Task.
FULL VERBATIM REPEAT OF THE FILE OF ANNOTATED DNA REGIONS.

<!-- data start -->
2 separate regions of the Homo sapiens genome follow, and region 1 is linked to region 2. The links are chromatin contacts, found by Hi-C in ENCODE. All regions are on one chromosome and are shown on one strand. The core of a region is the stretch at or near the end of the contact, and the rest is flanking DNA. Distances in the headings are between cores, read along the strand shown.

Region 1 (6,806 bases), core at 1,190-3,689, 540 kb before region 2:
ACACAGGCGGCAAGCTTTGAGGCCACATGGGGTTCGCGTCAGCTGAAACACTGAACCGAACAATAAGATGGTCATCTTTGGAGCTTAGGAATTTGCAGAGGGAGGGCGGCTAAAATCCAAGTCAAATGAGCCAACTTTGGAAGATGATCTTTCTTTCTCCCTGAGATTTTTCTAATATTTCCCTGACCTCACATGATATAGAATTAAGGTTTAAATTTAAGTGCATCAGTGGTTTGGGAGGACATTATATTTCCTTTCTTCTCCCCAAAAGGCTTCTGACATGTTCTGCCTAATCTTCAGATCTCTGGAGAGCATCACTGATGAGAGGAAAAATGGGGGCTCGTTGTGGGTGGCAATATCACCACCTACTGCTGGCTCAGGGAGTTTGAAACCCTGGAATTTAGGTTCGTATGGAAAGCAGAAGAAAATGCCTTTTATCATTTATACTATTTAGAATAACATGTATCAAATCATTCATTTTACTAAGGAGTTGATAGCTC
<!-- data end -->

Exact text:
2 separate regions of the Homo sapiens genome follow, and region 1 is linked to region 2. The links are chromatin contacts, found by Hi-C in ENCODE. All regions are on one chromosome and are shown on one strand. The core of a region is the stretch at or near the end of the contact, and the rest is flanking DNA. Distances in the headings are between cores, read along the strand shown.

Region 1 (6,806 bases), core at 1,190-3,689, 540 kb before region 2:
ACACAGGCGGCAAGCTTTGAGGCCACATGGGGTTCGCGTCAGCTGAAACACTGAACCGAACAATAAGATGGTCATCTTTGGAGCTTAGGAATTTGCAGAGGGAGGGCGGCTAAAATCCAAGTCAAATGAGCCAACTTTGGAAGATGATCTTTCTTTCTCCCTGAGATTTTTCTAATATTTCCCTGACCTCACATGATATAGAATTAAGGTTTAAATTTAAGTGCATCAGTGGTTTGGGAGGACATTATATTTCCTTTCTTCTCCCCAAAAGGCTTCTGACATGTTCTGCCTAATCTTCAGATCTCTGGAGAGCATCACTGATGAGAGGAAAAATGGGGGCTCGTTGTGGGTGGCAATATCACCACCTACTGCTGGCTCAGGGAGTTTGAAACCCTGGAATTTAGGTTCGTATGGAAAGCAGAAGAAAATGCCTTTTATCATTTATACTATTTAGAATAACATGTATCAAATCATTCATTTTACTAAGGAGTTGATAGCTC